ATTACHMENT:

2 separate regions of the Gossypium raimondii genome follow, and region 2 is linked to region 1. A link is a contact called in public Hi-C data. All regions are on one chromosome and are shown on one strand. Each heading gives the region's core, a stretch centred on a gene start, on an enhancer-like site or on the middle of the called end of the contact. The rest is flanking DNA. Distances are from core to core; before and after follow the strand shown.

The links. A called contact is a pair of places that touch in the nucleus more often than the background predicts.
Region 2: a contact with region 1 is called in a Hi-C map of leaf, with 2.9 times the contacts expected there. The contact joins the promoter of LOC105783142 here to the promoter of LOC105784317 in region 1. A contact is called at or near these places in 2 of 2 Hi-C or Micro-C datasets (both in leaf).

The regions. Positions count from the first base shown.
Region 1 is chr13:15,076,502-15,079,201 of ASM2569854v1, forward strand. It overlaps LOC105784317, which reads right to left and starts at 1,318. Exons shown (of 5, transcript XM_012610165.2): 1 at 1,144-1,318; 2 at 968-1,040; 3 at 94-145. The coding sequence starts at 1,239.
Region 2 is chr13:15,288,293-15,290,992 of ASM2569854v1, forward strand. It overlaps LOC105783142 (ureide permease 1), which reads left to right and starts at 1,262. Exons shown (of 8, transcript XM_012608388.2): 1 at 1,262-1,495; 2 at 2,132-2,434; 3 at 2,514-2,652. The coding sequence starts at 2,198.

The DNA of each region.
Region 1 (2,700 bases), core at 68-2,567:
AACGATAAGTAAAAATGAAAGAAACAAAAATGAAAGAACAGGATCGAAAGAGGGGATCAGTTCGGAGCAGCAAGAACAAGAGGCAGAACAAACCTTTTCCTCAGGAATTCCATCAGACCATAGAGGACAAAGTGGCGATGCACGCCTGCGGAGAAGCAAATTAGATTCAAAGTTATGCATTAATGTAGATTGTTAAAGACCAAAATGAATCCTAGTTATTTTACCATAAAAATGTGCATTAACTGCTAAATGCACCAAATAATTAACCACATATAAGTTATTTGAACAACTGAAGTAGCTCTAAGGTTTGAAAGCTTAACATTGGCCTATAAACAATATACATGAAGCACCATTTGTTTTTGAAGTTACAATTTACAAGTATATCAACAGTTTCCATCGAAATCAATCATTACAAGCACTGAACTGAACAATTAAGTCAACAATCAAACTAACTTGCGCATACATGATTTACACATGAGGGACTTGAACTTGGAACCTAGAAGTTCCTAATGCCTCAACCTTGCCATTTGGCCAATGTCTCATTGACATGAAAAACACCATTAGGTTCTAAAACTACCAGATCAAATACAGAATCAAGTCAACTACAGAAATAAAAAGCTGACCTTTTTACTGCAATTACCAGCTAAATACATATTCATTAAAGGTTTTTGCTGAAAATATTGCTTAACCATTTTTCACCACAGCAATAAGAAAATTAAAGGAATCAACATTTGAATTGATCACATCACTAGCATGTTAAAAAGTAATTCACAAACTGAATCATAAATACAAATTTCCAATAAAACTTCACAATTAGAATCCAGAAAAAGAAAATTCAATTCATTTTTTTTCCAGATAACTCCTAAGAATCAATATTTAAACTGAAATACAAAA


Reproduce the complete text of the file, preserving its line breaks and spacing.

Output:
2 separate regions of the Gossypium raimondii genome follow, and region 2 is linked to region 1. A link is a contact called in public Hi-C data. All regions are on one chromosome and are shown on one strand. Each heading gives the region's core, a stretch centred on a gene start, on an enhancer-like site or on the middle of the called end of the contact. The rest is flanking DNA. Distances are from core to core; before and after follow the strand shown.

The links. A called contact is a pair of places that touch in the nucleus more often than the background predicts.
Region 2: a contact with region 1 is called in a Hi-C map of leaf, with 2.9 times the contacts expected there. The contact joins the promoter of LOC105783142 here to the promoter of LOC105784317 in region 1. A contact is called at or near these places in 2 of 2 Hi-C or Micro-C datasets (both in leaf).

The regions. Positions count from the first base shown.
Region 1 is chr13:15,076,502-15,079,201 of ASM2569854v1, forward strand. It overlaps LOC105784317, which reads right to left and starts at 1,318. Exons shown (of 5, transcript XM_012610165.2): 1 at 1,144-1,318; 2 at 968-1,040; 3 at 94-145. The coding sequence starts at 1,239.
Region 2 is chr13:15,288,293-15,290,992 of ASM2569854v1, forward strand. It overlaps LOC105783142 (ureide permease 1), which reads left to right and starts at 1,262. Exons shown (of 8, transcript XM_012608388.2): 1 at 1,262-1,495; 2 at 2,132-2,434; 3 at 2,514-2,652. The coding sequence starts at 2,198.

The DNA of each region.
Region 1 (2,700 bases), core at 68-2,567:
AACGATAAGTAAAAATGAAAGAAACAAAAATGAAAGAACAGGATCGAAAGAGGGGATCAGTTCGGAGCAGCAAGAACAAGAGGCAGAACAAACCTTTTCCTCAGGAATTCCATCAGACCATAGAGGACAAAGTGGCGATGCACGCCTGCGGAGAAGCAAATTAGATTCAAAGTTATGCATTAATGTAGATTGTTAAAGACCAAAATGAATCCTAGTTATTTTACCATAAAAATGTGCATTAACTGCTAAATGCACCAAATAATTAACCACATATAAGTTATTTGAACAACTGAAGTAGCTCTAAGGTTTGAAAGCTTAACATTGGCCTATAAACAATATACATGAAGCACCATTTGTTTTTGAAGTTACAATTTACAAGTATATCAACAGTTTCCATCGAAATCAATCATTACAAGCACTGAACTGAACAATTAAGTCAACAATCAAACTAACTTGCGCATACATGATTTACACATGAGGGACTTGAACTTGGAACCTAGAAGTTCCTAATGCCTCAACCTTGCCATTTGGCCAATGTCTCATTGACATGAAAAACACCATTAGGTTCTAAAACTACCAGATCAAATACAGAATCAAGTCAACTACAGAAATAAAAAGCTGACCTTTTTACTGCAATTACCAGCTAAATACATATTCATTAAAGGTTTTTGCTGAAAATATTGCTTAACCATTTTTCACCACAGCAATAAGAAAATTAAAGGAATCAACATTTGAATTGATCACATCACTAGCATGTTAAAAAGTAATTCACAAACTGAATCATAAATACAAATTTCCAATAAAACTTCACAATTAGAATCCAGAAAAAGAAAATTCAATTCATTTTTTTTCCAGATAACTCCTAAGAATCAATATTTAAACTGAAATACAAAA